The Ad Tech and Marketing Tech worlds are burgeoning but fast consolidating sectors as marketers and their ad agencies seek to gain better control over the fragmented media and mobile device landscapes. Understanding and tracking consumer behavior across device and media channel in order to provide more relevant and personalized messaging is today’s marketer’s Holy Grail. The companies best positioned to offer such services require vast scale and deep data offerings.
Amobee is one such company positioned for growth in this fast evolving market with Ad Tech pioneer Kim Perell leading the way.
Amobee positions itself is a global digital marketing technology company that provides data-driven solutions for agencies and brands to provide them with a deeper understanding of their target audiences by analyzing real-time and historical content consumption trends and sentiment from across the digital ecosystem. The data helps inform and implement their clients’ media strategies and activation across all channels and devices. The company is a division of Singtel’s Group Digital Life which acquired the firm in 2012 for $321 million. Singtel is spending big in this arena in order to compete with the likes of Verizon-AOL, having also bought both Adconion for $235 million and Kontera for $150 million in 2014.
“To talk about Amobee you have to talk about Singtel, a very progressive company who understands that they need to adapt and continue to identify new ways to use their Telco assets, especially with the digital disruption going on to continue to compete. I think when you look at the acquisition of Amobee and the subsequent acquisitions of Kontera and Adconion it really is them looking at themselves no longer as just a Telco but how they can compete on a global level as a global communications company with the second largest mobile subscriber base in the world,” says Perell.
What’s it like being an entrepreneur inside a behemoth company?
“People ask me that all the time. Obviously starting in my kitchen in Hawaii originally and then now being part of such a large, nearly $50 billion Telco has been a journey and I think the journey has been an interesting ride. My first company was acquired by a European advertising company. So I did spend nearly five years in Europe helping to build and scale that. Now, being acquired again by an Asian Telco has been even more interesting,” says Perell.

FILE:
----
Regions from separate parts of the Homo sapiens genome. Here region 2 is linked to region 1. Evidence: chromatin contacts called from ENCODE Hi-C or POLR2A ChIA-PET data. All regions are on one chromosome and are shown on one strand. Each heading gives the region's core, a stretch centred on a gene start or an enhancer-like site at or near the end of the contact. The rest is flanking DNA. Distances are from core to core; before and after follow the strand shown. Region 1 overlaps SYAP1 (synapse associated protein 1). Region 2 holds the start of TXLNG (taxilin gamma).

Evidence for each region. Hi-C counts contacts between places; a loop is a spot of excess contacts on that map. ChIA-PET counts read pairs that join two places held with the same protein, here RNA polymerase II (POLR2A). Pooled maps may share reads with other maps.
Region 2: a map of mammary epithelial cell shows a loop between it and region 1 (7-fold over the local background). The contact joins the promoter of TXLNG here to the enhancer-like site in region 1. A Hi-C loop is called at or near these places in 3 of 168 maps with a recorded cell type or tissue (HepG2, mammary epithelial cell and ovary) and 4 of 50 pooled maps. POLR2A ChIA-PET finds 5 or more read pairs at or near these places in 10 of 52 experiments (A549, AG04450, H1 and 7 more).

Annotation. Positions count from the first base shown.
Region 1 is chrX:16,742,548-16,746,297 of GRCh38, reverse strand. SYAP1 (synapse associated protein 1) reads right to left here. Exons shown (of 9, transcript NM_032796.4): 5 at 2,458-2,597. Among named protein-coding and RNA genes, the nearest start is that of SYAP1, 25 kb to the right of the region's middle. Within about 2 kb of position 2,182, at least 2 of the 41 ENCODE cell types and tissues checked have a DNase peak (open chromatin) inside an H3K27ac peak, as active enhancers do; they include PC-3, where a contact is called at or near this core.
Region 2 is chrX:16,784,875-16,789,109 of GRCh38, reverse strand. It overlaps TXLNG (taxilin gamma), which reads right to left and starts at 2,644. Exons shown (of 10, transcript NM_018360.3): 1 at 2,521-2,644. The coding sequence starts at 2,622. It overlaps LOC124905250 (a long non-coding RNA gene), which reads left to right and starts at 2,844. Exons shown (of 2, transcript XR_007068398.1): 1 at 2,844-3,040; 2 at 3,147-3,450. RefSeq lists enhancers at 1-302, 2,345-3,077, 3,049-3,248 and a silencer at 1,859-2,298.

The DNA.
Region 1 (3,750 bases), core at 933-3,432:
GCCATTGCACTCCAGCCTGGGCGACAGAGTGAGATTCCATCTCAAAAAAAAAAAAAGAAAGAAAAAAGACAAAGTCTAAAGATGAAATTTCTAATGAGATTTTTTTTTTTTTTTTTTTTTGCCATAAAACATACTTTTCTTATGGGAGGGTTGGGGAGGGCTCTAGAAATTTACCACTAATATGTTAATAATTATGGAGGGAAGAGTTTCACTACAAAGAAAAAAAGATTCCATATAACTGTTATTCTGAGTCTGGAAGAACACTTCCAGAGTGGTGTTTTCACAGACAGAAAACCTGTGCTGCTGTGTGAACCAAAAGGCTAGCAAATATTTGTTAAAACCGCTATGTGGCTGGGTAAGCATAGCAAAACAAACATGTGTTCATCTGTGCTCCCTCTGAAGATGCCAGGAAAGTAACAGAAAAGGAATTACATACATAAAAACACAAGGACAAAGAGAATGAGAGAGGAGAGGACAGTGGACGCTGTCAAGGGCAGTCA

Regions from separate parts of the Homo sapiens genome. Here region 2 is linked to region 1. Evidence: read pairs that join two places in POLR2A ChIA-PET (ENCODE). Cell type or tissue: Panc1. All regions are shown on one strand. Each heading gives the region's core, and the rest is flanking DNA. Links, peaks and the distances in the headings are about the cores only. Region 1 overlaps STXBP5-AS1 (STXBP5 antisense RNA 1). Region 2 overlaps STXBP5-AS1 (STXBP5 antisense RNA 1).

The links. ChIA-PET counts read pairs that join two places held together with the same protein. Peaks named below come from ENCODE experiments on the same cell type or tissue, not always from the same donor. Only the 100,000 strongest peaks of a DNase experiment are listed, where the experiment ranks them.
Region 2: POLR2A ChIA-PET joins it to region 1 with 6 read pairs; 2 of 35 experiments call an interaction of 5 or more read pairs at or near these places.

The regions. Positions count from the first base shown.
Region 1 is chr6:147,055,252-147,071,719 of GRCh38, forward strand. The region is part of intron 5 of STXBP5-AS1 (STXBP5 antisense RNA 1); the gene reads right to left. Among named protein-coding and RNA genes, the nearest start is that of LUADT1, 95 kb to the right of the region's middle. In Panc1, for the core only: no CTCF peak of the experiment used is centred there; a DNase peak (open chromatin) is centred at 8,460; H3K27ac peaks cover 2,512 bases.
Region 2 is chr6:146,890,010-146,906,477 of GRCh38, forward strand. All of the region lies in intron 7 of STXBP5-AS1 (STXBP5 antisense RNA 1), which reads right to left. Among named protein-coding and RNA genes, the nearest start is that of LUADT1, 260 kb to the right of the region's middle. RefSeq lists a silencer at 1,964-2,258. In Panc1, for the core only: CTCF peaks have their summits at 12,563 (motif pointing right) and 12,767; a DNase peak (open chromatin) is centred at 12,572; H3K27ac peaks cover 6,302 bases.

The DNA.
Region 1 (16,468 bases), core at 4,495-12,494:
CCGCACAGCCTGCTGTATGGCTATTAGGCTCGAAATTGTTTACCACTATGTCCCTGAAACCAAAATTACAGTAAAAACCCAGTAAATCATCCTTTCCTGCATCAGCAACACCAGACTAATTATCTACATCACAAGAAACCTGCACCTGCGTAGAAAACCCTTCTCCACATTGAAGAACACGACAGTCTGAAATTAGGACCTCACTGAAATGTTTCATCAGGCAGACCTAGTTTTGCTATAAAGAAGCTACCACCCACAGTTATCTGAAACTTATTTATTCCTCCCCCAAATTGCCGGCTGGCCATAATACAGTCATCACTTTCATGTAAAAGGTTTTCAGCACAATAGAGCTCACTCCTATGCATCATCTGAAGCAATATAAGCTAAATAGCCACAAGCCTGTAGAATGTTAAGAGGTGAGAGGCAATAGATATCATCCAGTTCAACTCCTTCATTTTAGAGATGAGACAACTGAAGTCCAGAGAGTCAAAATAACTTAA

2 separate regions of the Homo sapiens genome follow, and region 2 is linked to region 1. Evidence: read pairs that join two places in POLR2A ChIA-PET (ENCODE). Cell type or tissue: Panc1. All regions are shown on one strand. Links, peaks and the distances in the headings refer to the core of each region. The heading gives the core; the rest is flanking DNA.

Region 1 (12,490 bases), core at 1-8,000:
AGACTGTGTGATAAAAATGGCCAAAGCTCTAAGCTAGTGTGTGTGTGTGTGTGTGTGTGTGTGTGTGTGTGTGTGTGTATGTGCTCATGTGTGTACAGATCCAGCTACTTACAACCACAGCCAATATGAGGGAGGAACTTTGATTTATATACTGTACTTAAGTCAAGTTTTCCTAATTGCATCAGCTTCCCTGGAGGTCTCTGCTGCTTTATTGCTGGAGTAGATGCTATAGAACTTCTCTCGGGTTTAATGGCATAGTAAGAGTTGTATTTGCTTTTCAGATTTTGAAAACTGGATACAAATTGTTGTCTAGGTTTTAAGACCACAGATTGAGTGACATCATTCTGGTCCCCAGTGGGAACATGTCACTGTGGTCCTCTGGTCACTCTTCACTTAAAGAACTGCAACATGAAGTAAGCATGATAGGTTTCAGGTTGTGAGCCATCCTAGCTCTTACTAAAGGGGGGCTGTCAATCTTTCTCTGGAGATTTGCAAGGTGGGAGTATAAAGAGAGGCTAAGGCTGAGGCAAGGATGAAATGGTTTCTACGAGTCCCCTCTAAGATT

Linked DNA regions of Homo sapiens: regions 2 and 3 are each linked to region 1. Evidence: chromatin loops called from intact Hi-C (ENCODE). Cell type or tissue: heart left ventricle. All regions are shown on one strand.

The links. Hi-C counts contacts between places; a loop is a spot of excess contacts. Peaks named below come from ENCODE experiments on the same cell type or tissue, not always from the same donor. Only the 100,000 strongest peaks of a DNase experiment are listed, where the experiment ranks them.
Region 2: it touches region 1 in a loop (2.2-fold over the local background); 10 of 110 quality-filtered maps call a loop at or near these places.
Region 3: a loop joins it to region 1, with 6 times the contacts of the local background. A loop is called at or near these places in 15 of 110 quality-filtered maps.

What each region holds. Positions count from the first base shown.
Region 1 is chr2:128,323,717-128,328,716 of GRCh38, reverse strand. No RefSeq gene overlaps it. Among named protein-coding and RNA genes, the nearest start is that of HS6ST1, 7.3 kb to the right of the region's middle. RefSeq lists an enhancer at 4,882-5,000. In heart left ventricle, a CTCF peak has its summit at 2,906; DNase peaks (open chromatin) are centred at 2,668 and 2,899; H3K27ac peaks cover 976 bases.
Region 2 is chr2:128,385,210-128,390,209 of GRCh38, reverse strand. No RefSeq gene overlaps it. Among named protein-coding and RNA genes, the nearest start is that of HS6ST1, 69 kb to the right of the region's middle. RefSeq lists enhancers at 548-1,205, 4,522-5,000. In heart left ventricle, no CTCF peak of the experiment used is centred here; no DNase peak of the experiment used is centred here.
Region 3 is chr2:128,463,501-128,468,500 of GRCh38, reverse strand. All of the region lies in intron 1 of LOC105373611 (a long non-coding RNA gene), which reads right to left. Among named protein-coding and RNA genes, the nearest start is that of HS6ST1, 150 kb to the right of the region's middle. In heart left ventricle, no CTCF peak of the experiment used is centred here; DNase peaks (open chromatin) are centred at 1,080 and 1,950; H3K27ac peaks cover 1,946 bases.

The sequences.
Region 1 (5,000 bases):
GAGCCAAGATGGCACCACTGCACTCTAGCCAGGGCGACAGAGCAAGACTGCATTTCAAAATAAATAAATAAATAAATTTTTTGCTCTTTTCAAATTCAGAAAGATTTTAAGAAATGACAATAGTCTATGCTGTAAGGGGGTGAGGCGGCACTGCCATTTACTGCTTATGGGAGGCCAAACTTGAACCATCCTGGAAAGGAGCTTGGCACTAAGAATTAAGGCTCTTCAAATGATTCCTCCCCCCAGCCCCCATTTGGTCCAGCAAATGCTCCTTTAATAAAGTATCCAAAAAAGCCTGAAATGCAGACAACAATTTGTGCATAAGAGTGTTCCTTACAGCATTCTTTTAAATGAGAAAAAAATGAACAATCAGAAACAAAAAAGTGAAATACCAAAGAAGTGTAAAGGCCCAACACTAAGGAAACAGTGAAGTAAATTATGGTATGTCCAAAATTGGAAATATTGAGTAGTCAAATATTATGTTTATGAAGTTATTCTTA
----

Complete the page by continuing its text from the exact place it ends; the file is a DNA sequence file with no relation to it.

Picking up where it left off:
“We have our own board for Amobee. It’s run as a separate company and we have independents as well as individuals from the Singtel board. They are so supportive from a company standpoint in terms of being able to help the business rise, but they very much understand that we are experts in digital and value that. Culturally, we are still Amobee. Just now we’re a very global, Internet, digital company, as well.”
Perell sees that culture as key to driving the business and what will make them successful in the future. The 550 employee company is headquartered in the heart of Silicon Valley in Foster City, but also has offices worldwide with a 100-person engineering center in Tel Aviv.
She is charged with building one of the largest independent marketing companies in the world by leveraging the Singtel assets to better compete from a data perspective and being able to fully leverage the telco’s strong Asia footprint.
Given the premium on scale in the Ad Tech category, Perell thinks the trend towards consolidation will continue.
“I’m also an active Angel investor and sit on some boards. We will continue to see consolidation. There’s only going to be a few players, in my opinion. There will always be newcomers, but I think brands want to work with less people. Brands are looking for partners and companies that can provide, to be honest, worldwide reach. So having a cross-channel, digital, global platform, I believe will be even more important in the future.”